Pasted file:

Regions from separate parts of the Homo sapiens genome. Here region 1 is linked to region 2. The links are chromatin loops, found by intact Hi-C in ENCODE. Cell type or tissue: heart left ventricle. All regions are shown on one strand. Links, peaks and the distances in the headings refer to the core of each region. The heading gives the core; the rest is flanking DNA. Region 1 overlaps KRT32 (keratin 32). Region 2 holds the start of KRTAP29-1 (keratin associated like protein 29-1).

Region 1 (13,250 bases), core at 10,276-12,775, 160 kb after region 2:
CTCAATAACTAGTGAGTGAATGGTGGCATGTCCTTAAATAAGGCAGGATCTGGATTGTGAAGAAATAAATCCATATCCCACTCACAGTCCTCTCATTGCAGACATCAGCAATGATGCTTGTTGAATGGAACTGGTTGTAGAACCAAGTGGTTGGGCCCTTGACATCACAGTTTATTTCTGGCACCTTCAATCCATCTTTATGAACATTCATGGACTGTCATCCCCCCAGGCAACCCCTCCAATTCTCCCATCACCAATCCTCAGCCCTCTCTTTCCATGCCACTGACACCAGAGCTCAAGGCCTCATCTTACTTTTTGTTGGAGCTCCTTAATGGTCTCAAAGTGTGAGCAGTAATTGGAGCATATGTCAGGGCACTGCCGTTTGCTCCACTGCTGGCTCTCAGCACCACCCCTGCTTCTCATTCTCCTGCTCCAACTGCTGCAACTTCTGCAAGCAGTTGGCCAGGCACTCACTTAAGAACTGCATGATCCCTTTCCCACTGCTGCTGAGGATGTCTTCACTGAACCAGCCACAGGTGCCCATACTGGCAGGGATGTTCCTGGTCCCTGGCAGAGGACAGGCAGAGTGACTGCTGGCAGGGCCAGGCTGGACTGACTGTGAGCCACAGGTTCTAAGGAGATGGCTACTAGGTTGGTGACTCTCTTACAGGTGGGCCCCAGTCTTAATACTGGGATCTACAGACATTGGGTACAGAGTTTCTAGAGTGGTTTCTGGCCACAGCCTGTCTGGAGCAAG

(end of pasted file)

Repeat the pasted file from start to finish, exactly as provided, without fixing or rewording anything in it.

Regions from separate parts of the Homo sapiens genome. Here region 1 is linked to region 2. The links are chromatin loops, found by intact Hi-C in ENCODE. Cell type or tissue: heart left ventricle. All regions are shown on one strand. Links, peaks and the distances in the headings refer to the core of each region. The heading gives the core; the rest is flanking DNA. Region 1 overlaps KRT32 (keratin 32). Region 2 holds the start of KRTAP29-1 (keratin associated like protein 29-1).

Region 1 (13,250 bases), core at 10,276-12,775, 160 kb after region 2:
CTCAATAACTAGTGAGTGAATGGTGGCATGTCCTTAAATAAGGCAGGATCTGGATTGTGAAGAAATAAATCCATATCCCACTCACAGTCCTCTCATTGCAGACATCAGCAATGATGCTTGTTGAATGGAACTGGTTGTAGAACCAAGTGGTTGGGCCCTTGACATCACAGTTTATTTCTGGCACCTTCAATCCATCTTTATGAACATTCATGGACTGTCATCCCCCCAGGCAACCCCTCCAATTCTCCCATCACCAATCCTCAGCCCTCTCTTTCCATGCCACTGACACCAGAGCTCAAGGCCTCATCTTACTTTTTGTTGGAGCTCCTTAATGGTCTCAAAGTGTGAGCAGTAATTGGAGCATATGTCAGGGCACTGCCGTTTGCTCCACTGCTGGCTCTCAGCACCACCCCTGCTTCTCATTCTCCTGCTCCAACTGCTGCAACTTCTGCAAGCAGTTGGCCAGGCACTCACTTAAGAACTGCATGATCCCTTTCCCACTGCTGCTGAGGATGTCTTCACTGAACCAGCCACAGGTGCCCATACTGGCAGGGATGTTCCTGGTCCCTGGCAGAGGACAGGCAGAGTGACTGCTGGCAGGGCCAGGCTGGACTGACTGTGAGCCACAGGTTCTAAGGAGATGGCTACTAGGTTGGTGACTCTCTTACAGGTGGGCCCCAGTCTTAATACTGGGATCTACAGACATTGGGTACAGAGTTTCTAGAGTGGTTTCTGGCCACAGCCTGTCTGGAGCAAG